November 7, 2018
Mid-term elections gave back control of the House of Representatives to the Democrats while the Republicans retained control of the Senate – a result expected by most investors, many of whom responded by buying not only stocks but, to a lesser extent, bonds. Investors likely reasoned that the gridlock in Washington will lead to more fiscal restraint, a positive for stocks and bonds alike as it would relieve some of the upward pressure on interest rates. In scheduled economic news, EIA crude oil inventories did post a large weekly build of 5.8 million barrels, pulling oil prices down to the lowest level since March and off almost $15 dollars from their October peak. In lagging data, consumer debt rose less than expected in September, showing consumers cautious and frugally paying down some of their credit-card debt, which is not good news for immediate consumer spending but does suggest strong spending reserves for the holidays.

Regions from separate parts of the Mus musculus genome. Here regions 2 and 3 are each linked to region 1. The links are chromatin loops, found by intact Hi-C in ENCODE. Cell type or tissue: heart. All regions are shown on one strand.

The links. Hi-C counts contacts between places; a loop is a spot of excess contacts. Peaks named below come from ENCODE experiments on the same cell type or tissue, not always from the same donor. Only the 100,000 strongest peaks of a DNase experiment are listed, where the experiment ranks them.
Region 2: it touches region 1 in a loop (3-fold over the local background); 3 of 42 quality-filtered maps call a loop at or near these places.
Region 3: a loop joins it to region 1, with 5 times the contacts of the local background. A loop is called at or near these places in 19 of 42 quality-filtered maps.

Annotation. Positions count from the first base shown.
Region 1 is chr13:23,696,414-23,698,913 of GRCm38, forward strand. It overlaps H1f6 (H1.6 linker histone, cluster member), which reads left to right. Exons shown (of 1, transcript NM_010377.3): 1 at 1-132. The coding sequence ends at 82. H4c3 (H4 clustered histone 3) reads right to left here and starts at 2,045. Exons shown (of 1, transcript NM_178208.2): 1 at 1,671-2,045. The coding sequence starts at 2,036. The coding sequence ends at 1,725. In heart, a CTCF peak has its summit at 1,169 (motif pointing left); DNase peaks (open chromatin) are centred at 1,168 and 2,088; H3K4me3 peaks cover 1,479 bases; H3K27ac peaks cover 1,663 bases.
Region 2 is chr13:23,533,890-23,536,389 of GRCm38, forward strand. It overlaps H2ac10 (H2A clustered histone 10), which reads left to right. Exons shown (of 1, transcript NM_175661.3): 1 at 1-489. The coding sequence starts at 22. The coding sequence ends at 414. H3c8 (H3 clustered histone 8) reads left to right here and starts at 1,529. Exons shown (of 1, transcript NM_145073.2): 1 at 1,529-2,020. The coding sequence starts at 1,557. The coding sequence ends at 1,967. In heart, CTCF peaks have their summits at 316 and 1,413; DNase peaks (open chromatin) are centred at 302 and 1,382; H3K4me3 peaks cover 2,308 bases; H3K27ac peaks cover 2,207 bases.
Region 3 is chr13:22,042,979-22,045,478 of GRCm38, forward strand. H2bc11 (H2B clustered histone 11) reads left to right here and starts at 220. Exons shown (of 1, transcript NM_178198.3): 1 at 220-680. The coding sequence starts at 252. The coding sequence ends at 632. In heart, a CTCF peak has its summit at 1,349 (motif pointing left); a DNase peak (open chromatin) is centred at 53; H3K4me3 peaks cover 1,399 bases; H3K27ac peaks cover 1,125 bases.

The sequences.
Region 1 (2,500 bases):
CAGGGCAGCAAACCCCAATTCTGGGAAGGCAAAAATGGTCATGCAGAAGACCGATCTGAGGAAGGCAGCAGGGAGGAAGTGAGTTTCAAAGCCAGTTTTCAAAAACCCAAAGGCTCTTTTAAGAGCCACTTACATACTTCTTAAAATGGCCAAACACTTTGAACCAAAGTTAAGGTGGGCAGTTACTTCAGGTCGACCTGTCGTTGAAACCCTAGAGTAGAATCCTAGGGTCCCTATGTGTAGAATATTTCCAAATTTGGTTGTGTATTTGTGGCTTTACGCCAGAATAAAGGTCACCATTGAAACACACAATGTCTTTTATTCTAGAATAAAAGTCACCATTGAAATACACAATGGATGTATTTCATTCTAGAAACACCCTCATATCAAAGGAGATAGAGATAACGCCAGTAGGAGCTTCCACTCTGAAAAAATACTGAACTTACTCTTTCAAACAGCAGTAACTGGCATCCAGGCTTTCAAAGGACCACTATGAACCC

The stock market was up sharply before the morning bell and continued to rally throughout the session, with the Dow closing on the highs and up 2.13 percent to 26,180 while the Nasdaq surged 2.64 percent higher to 7,571. The yield on the 10-year bond, which normally rises when stocks post such large gains, was little changed at 3.21 percent while the dollar index fell 0.2 percent to 96.11. Gold closed up 0.1 percent at $1,227.5 per ounce while crude oil dropped 0.9 percent to $61.67 per barrel.